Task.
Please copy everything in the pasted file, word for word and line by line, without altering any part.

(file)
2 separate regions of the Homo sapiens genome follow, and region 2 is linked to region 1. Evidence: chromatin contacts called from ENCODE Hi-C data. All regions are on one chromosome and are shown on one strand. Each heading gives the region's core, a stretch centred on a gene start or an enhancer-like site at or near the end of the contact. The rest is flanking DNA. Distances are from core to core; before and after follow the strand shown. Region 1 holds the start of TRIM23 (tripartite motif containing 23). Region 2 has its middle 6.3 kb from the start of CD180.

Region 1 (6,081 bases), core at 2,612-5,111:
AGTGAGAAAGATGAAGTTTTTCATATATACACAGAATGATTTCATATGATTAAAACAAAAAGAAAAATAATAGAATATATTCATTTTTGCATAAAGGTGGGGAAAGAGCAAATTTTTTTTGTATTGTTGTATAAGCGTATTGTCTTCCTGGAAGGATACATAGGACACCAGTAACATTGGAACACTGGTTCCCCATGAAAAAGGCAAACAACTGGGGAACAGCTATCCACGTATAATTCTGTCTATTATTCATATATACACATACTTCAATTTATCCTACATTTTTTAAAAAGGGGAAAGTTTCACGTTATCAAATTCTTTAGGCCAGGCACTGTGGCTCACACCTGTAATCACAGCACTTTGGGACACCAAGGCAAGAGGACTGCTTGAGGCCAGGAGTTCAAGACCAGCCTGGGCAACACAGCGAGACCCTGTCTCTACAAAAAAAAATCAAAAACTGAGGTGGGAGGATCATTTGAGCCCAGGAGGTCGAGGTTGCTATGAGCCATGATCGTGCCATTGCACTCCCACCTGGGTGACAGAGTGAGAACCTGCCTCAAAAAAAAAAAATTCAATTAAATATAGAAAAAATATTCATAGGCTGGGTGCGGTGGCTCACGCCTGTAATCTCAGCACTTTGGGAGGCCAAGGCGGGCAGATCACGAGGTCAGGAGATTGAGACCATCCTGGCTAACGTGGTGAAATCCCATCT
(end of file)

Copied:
2 separate regions of the Homo sapiens genome follow, and region 2 is linked to region 1. Evidence: chromatin contacts called from ENCODE Hi-C data. All regions are on one chromosome and are shown on one strand. Each heading gives the region's core, a stretch centred on a gene start or an enhancer-like site at or near the end of the contact. The rest is flanking DNA. Distances are from core to core; before and after follow the strand shown. Region 1 holds the start of TRIM23 (tripartite motif containing 23). Region 2 has its middle 6.3 kb from the start of CD180.

Region 1 (6,081 bases), core at 2,612-5,111:
AGTGAGAAAGATGAAGTTTTTCATATATACACAGAATGATTTCATATGATTAAAACAAAAAGAAAAATAATAGAATATATTCATTTTTGCATAAAGGTGGGGAAAGAGCAAATTTTTTTTGTATTGTTGTATAAGCGTATTGTCTTCCTGGAAGGATACATAGGACACCAGTAACATTGGAACACTGGTTCCCCATGAAAAAGGCAAACAACTGGGGAACAGCTATCCACGTATAATTCTGTCTATTATTCATATATACACATACTTCAATTTATCCTACATTTTTTAAAAAGGGGAAAGTTTCACGTTATCAAATTCTTTAGGCCAGGCACTGTGGCTCACACCTGTAATCACAGCACTTTGGGACACCAAGGCAAGAGGACTGCTTGAGGCCAGGAGTTCAAGACCAGCCTGGGCAACACAGCGAGACCCTGTCTCTACAAAAAAAAATCAAAAACTGAGGTGGGAGGATCATTTGAGCCCAGGAGGTCGAGGTTGCTATGAGCCATGATCGTGCCATTGCACTCCCACCTGGGTGACAGAGTGAGAACCTGCCTCAAAAAAAAAAAATTCAATTAAATATAGAAAAAATATTCATAGGCTGGGTGCGGTGGCTCACGCCTGTAATCTCAGCACTTTGGGAGGCCAAGGCGGGCAGATCACGAGGTCAGGAGATTGAGACCATCCTGGCTAACGTGGTGAAATCCCATCT